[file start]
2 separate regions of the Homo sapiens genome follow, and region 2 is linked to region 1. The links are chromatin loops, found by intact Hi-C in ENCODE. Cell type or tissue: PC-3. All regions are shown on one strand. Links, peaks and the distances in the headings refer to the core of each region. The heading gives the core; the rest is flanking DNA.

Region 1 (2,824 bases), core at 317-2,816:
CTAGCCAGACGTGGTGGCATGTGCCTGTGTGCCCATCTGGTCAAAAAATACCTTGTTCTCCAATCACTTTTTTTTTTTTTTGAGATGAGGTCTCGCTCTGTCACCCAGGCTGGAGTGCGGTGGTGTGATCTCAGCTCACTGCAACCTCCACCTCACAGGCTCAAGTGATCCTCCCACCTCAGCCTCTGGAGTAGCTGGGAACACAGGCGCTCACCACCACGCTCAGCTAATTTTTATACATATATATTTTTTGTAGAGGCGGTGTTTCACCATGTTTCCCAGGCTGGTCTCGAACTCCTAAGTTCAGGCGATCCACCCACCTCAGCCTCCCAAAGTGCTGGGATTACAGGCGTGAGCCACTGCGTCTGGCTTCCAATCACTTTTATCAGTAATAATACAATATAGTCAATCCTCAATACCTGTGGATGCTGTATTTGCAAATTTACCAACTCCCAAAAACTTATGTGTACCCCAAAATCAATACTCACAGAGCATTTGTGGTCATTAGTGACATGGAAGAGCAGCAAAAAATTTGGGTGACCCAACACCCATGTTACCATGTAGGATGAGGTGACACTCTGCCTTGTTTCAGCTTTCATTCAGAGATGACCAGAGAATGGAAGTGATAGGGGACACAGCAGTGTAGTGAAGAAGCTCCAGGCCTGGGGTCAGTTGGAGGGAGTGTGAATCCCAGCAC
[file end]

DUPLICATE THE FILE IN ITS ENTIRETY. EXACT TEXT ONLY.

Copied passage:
2 separate regions of the Homo sapiens genome follow, and region 2 is linked to region 1. The links are chromatin loops, found by intact Hi-C in ENCODE. Cell type or tissue: PC-3. All regions are shown on one strand. Links, peaks and the distances in the headings refer to the core of each region. The heading gives the core; the rest is flanking DNA.

Region 1 (2,824 bases), core at 317-2,816:
CTAGCCAGACGTGGTGGCATGTGCCTGTGTGCCCATCTGGTCAAAAAATACCTTGTTCTCCAATCACTTTTTTTTTTTTTTGAGATGAGGTCTCGCTCTGTCACCCAGGCTGGAGTGCGGTGGTGTGATCTCAGCTCACTGCAACCTCCACCTCACAGGCTCAAGTGATCCTCCCACCTCAGCCTCTGGAGTAGCTGGGAACACAGGCGCTCACCACCACGCTCAGCTAATTTTTATACATATATATTTTTTGTAGAGGCGGTGTTTCACCATGTTTCCCAGGCTGGTCTCGAACTCCTAAGTTCAGGCGATCCACCCACCTCAGCCTCCCAAAGTGCTGGGATTACAGGCGTGAGCCACTGCGTCTGGCTTCCAATCACTTTTATCAGTAATAATACAATATAGTCAATCCTCAATACCTGTGGATGCTGTATTTGCAAATTTACCAACTCCCAAAAACTTATGTGTACCCCAAAATCAATACTCACAGAGCATTTGTGGTCATTAGTGACATGGAAGAGCAGCAAAAAATTTGGGTGACCCAACACCCATGTTACCATGTAGGATGAGGTGACACTCTGCCTTGTTTCAGCTTTCATTCAGAGATGACCAGAGAATGGAAGTGATAGGGGACACAGCAGTGTAGTGAAGAAGCTCCAGGCCTGGGGTCAGTTGGAGGGAGTGTGAATCCCAGCAC